Arguments Against Retributivism

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Punishment is an infliction of a penalty that resulted from an offence. Punishment is also naturally justified when administered to those who deserve it. Retributivists claim that people who break the law deserve the punishment they get. Retributivism views punishment as a fair judgment and believe that the state should punish those who are found guilty of their wrongdoing because they deserve it. A person deserves the same treatment they inflict on others. In this essay, I will discuss whether the claim that retributivists are making are right by justifying whether their assumptions about moral responsibility are well founded.

A person who has committed a crime must be punished. Punishment makes sure that the offender pays their debt to the society or state. Retributivism justifies that punishment is payback for crime and its main goal is to give the offender their just deserts. We will first look into the idea of how we treat people as they deserve. According to Rachels, “Moral judgments about what to do frequently depend on considerations about what will happen as a result of our actions.” (Rachels, 1997). People deserve to be treated the same way they treat others. Rachels has also mentioned that people can control their fates by the way they treat others. When a person does something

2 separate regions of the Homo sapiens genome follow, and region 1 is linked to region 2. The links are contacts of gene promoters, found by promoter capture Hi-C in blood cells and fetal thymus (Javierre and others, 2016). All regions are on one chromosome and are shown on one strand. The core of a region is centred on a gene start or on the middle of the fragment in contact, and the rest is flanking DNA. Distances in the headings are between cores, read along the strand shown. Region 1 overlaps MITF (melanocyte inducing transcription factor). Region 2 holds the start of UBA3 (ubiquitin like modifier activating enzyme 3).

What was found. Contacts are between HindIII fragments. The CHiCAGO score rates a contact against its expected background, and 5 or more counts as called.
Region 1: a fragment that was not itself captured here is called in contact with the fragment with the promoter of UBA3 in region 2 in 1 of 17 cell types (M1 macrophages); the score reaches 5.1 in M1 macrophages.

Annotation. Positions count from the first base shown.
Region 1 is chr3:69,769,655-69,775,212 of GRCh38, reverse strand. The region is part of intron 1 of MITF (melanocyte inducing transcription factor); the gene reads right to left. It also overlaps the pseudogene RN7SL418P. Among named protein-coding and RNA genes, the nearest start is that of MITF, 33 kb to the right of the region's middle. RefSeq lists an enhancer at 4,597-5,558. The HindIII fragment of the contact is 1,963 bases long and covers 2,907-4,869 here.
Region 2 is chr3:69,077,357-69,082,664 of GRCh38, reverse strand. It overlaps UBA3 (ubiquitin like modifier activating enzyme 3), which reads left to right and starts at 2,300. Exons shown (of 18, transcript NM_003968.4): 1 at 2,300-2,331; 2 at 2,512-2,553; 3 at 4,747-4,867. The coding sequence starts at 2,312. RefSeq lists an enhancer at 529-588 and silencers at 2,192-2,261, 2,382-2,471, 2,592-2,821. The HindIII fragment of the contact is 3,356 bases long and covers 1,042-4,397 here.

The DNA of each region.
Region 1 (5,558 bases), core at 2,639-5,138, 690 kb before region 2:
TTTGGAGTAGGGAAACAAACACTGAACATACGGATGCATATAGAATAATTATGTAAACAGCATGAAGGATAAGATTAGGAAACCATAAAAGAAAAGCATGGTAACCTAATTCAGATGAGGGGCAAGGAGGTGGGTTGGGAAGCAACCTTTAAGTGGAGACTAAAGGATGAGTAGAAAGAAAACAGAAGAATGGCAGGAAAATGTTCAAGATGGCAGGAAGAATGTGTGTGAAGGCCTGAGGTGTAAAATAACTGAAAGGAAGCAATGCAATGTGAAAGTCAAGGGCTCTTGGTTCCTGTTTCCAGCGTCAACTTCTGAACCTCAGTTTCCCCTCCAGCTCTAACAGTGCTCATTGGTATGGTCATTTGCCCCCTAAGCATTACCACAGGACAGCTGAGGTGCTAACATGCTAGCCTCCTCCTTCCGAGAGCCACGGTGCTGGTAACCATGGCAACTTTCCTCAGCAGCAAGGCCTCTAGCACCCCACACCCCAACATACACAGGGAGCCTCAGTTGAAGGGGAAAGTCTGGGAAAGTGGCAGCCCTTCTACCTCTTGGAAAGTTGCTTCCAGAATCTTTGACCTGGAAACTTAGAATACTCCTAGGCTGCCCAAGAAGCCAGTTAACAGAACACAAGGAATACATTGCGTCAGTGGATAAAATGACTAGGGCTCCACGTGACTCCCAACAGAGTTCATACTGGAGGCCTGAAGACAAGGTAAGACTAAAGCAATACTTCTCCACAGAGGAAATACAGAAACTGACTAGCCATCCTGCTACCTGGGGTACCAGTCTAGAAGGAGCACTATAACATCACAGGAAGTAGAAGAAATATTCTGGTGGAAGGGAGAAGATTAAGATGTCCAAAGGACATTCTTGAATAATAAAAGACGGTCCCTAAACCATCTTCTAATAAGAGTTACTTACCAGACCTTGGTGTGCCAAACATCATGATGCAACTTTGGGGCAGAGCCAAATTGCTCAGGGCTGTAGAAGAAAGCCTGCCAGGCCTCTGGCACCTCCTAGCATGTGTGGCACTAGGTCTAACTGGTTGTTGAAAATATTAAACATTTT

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It is irrelevant to consider whether the bullet had killed B or harmed anyone, what was important is that Person A deserves the punishment because of causing harm to others. Dolinko has mentioned that retributivism is the primary basis of support for the death penalty in the United States and he has mentioned that the majority of the people supporting these do so on retributive grounds. We always have to keep in mind that punishment is different from revenge and that these offenders should deserve the punishment that they are
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